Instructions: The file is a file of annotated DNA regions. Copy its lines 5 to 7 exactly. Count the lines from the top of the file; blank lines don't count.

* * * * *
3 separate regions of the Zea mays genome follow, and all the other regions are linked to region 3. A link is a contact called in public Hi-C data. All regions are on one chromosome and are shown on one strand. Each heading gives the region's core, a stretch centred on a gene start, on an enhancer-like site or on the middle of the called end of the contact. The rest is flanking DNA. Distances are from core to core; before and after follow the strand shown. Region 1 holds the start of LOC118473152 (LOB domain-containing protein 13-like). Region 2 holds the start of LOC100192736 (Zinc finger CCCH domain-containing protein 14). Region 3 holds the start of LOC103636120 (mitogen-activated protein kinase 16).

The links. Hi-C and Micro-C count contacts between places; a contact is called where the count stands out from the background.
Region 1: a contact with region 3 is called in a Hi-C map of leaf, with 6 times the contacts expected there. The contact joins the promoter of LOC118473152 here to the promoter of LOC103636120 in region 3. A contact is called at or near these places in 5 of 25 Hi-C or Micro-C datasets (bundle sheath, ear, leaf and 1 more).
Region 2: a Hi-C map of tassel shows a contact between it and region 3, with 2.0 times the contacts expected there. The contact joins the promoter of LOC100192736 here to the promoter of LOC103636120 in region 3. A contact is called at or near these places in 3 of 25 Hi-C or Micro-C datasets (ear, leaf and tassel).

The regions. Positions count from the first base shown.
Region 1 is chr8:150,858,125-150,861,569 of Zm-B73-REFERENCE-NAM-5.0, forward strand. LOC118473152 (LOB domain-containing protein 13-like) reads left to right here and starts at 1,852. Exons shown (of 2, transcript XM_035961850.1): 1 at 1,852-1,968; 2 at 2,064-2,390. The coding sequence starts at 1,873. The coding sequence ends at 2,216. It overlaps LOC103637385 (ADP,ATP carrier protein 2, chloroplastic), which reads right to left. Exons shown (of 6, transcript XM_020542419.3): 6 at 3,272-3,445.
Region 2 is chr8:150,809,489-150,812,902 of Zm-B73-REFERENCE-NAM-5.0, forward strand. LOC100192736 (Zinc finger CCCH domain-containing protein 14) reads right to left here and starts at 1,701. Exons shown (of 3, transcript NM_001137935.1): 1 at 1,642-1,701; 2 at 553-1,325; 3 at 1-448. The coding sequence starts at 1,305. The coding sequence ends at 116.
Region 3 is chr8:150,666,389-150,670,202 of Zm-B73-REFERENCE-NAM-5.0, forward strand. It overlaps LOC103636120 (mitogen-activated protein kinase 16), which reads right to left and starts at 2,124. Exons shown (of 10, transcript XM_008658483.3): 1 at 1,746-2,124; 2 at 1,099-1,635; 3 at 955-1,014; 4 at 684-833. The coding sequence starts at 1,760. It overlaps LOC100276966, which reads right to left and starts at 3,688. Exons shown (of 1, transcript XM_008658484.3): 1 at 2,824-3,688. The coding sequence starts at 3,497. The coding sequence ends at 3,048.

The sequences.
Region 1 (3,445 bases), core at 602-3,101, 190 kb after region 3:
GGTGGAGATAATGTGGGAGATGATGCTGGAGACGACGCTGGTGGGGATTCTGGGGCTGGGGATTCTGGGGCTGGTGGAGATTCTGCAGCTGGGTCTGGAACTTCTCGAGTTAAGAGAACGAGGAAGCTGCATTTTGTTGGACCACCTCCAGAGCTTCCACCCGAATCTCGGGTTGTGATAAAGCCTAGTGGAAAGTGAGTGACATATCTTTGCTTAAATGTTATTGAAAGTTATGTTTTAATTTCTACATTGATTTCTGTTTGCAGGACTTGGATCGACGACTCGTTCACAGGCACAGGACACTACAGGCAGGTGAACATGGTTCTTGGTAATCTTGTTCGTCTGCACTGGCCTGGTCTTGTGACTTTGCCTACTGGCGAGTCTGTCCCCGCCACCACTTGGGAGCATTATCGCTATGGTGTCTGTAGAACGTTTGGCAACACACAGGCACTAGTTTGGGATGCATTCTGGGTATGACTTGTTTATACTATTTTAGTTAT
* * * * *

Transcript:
The regions. Positions count from the first base shown.
Region 1 is chr8:150,858,125-150,861,569 of Zm-B73-REFERENCE-NAM-5.0, forward strand. LOC118473152 (LOB domain-containing protein 13-like) reads left to right here and starts at 1,852. Exons shown (of 2, transcript XM_035961850.1): 1 at 1,852-1,968; 2 at 2,064-2,390. The coding sequence starts at 1,873. The coding sequence ends at 2,216. It overlaps LOC103637385 (ADP,ATP carrier protein 2, chloroplastic), which reads right to left. Exons shown (of 6, transcript XM_020542419.3): 6 at 3,272-3,445.
Region 2 is chr8:150,809,489-150,812,902 of Zm-B73-REFERENCE-NAM-5.0, forward strand. LOC100192736 (Zinc finger CCCH domain-containing protein 14) reads right to left here and starts at 1,701. Exons shown (of 3, transcript NM_001137935.1): 1 at 1,642-1,701; 2 at 553-1,325; 3 at 1-448. The coding sequence starts at 1,305. The coding sequence ends at 116.